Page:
• 19. Nurnberg HG, Thompson PM, Hensley PL. Antidepressant medication change in a clinical treatment setting: a comparison of the effectiveness of selective serotonin reuptake inhibitors. J Clin Psychiatry. 1999 Sep;60(9):574-9.
  • 20. Stahl SM. Not so selective serotonin reuptake inhibitors. J Clin Psychiatry 1998;59:343-4. Psychiatrist
  • 21. Owens JM, Knight DL, Nemeroff CB. Second generation SSRIS: human monoamine transporter binding profile of escitalopram and R-fluoxetine. Encephale. 2002 Jul-Aug;28(4):350-5. PubMed
  • 22. Bolden-Watson C, Richelson E. Blockade by newly-developed antidepressants of biogenic amine uptake into rat brain synaptosomes. Life Sci. 1993;52(12):1023-9. PubMed
  • 23. Edwards JG, Anderson I. Systematic review and guide to selection of selective serotonin reuptake inhibitors. Drugs. 1999 Apr;57(4):507-33. PubMed
  • 24. Geretsegger C, Bo”hmer F, Ludwig M. Paroxetine in the elderly depressed patient: randomized comparison with fluoxetine of efficacy, cognitive and behavioural effects. Int Clin Psychopharmacol. 1994 Spring;9(1):25-9. PubMed
  • 25. Flament MF, Lane RM, Zhu R, Ying Z. Predictors of an acute antidepressant response to fluoxetine and sertraline. PubMed
  • 26. Clinical Pharmacology of SSRI’s. How SSRIs as a Group Are Similar.Sheldon H. Preskorn, M.D.
  • 27. Bandelow B, Behnke K, Lenoir S, Hendriks GJ, Alkin T, Goebel C, Clary CM. Sertraline versus paroxetine in the treatment of panic disorder: an acute, double-blind noninferiority comparison. J Clin Psychiatry. 2004 Mar;65(3):405-13 PubMed
  • 28. Montejo AL, Llorca G, Izquierdo JA, Rico-Villademoros F. Incidence of sexual dysfunction associated with antidepressant agents: a prospective multicenter study of 1022 outpatients. Spanish Working Group for the Study of Psychotropic-Related Sexual Dysfunction. J Clin Psychiatry. 2001;62 Suppl 3:10-21. PubMed
  • 29. Winokur A, Lexon N, Allen K, and et al. Sertraline administered for 8 weeks to depressed patients did not alter sleep architecture: a preliminary report. New Research Program and Abstracts of the 147th Annual Meeting of the American Psychiatric Association; May 24, 1994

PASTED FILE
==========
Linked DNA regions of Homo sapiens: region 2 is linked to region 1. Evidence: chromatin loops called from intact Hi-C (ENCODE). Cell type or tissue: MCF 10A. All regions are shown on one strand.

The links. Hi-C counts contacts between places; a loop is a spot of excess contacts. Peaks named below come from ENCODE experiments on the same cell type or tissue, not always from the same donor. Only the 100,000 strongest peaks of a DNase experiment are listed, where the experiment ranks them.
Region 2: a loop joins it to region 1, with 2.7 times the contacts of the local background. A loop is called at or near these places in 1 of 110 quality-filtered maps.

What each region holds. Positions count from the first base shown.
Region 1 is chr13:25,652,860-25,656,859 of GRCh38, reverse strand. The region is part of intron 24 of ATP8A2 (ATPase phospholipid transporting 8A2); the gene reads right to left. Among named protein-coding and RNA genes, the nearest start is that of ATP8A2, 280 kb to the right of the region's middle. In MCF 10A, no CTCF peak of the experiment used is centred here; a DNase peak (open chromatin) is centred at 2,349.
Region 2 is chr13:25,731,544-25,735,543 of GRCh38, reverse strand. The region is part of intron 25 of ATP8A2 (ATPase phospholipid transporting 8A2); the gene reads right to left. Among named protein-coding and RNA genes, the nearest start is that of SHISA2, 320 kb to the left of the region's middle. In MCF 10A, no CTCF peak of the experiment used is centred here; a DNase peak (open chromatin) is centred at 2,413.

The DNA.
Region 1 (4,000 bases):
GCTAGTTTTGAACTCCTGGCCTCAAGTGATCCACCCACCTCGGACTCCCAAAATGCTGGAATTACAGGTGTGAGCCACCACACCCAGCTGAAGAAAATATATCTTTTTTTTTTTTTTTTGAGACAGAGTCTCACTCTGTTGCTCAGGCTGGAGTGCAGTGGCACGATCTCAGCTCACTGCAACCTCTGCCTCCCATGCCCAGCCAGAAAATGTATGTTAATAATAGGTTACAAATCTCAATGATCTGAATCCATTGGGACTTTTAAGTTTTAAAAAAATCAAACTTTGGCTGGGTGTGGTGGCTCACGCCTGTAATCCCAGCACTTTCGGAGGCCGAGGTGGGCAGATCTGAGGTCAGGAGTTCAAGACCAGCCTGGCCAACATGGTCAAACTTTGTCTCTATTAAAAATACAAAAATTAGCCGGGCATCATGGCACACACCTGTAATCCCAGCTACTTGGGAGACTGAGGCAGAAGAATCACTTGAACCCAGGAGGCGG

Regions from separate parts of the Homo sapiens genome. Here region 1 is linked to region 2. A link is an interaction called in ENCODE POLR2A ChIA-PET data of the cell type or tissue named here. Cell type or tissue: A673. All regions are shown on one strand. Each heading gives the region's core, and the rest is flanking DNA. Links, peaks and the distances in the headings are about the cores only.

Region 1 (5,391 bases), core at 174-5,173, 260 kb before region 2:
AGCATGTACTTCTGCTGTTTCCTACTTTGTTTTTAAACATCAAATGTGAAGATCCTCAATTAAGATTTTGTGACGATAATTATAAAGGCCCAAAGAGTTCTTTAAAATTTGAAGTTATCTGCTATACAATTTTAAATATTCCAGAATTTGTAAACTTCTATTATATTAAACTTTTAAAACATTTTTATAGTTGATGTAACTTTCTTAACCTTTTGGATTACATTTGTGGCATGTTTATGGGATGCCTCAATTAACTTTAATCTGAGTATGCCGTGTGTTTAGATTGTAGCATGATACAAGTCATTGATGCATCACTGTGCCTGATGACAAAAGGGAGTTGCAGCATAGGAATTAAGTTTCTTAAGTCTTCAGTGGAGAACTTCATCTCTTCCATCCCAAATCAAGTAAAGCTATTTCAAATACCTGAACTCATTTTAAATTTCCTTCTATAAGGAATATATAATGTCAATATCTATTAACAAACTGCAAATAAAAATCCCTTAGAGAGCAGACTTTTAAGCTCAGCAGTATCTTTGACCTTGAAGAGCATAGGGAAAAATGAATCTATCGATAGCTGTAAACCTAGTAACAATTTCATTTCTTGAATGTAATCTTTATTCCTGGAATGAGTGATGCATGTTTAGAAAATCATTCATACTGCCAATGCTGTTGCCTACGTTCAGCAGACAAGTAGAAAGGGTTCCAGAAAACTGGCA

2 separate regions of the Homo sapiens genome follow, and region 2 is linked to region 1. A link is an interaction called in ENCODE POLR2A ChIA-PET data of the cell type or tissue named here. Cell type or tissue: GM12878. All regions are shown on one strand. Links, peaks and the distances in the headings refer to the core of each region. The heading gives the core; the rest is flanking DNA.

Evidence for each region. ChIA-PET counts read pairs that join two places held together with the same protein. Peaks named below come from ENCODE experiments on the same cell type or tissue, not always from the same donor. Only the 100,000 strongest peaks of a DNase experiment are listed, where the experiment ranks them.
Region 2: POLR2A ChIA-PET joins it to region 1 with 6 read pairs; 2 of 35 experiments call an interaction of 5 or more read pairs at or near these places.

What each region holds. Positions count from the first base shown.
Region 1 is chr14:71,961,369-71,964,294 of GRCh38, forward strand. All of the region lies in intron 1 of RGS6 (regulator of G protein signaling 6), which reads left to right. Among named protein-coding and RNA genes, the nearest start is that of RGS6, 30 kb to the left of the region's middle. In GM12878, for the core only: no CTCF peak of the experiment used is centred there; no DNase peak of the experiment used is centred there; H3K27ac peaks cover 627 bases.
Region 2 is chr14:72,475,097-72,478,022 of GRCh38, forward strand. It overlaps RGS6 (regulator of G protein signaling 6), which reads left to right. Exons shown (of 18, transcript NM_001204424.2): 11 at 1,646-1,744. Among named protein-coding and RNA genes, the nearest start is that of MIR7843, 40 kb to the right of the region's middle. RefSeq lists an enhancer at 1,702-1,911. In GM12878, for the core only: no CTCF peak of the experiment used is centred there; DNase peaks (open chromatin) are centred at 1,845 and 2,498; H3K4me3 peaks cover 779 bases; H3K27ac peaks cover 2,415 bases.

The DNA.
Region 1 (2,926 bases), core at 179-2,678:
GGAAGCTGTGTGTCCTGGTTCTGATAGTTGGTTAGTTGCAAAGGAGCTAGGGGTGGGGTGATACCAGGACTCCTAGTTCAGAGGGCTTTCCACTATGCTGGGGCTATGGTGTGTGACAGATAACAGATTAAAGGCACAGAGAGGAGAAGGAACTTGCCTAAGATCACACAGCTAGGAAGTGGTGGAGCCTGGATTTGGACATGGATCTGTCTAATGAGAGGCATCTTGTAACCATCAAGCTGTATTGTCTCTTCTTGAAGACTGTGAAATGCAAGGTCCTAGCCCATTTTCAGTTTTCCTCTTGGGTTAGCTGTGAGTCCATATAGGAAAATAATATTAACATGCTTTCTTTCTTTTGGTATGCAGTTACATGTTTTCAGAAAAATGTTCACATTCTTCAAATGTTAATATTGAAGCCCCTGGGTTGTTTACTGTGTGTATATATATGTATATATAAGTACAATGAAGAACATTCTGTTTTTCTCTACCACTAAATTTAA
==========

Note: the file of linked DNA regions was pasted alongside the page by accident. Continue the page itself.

• 30. Cipriani A, Furukawa TA, Salanti G, Geddes JR, Higgins JP, Churchill R, Watanabe N, Nakagawa A, Omori IM, McGuire H, Tansella M, Barbui C. Comparative efficacy and acceptability of 12 new-generation antidepressants: a multiple-treatments meta-analysis. Lancet. 2009 Feb 28;373(9665):746-58.
  • 31. “Forest Laboratories Receives Patent Term Extension for Lexapro” Press release

Published: May 05, 2007
Last updated: August, 2009

Posted in Paroxetine, SSRIs | Tagged: , , , , , | 1 Comment »

Possible legal action – Quote from 10 years ago

Posted by shutah on January 22, 2011

More than 60 people in Britain who say they have become hooked on the anti-depressant Seroxat – a drug in the Prozac class – are exploring the possibility of legal action against the pharmaceutical company which they claim failed to warn doctors that that it could create dependency.

Two firms of solicitors say they already have between 30 and 40 cases each. The people have come forward following news of a legal case in the US in which 35 people allege they suffered severe side-effects when they tried to stop taking the drug.

The Los Angeles law firm Baum, Hedlund, Aristei, Guilford and Schiavo – which filed its action against the British manufacturers GlaxoSmithKline in September – has since had more than 2,000 calls from people to tell of their addiction to the drug, which is known in the US as Paxil. The side-effects they suffer when they try to stop taking the tablets, include jolting pains in the head, vertigo, loss of coordination, abdominal discomfort, agitation and confusion.

The US lawyers have asked GSK to set up treatment centres to help people attempting to withdraw from Paxil/Seroxat. GSK say there is no reliable scientific evidence that the drug causes addiction or dependency.

The British solicitors, Ross & Co, based in the Wirral, and Hugh James Ford Simey of Cardiff, have been receiving calls from people who did not realise that others had suffered the same symptoms when they tried to cut down and come off the drug.

“We have been contacted by 30 to 40 people, most of whom have startlingly similar tales to tell of being put on the drug and being taken off it, and then going back on,” said Mark Harvey of Hugh James Ford Simey.

Mr Harvey said most people are told by the doctor that their problems are the symptoms of their depression re-appearing and do not suspect that the drug might be to blame. “This does have the smell of something that is a problem,” he said. “The patient information sheet says it is not addictive twice.”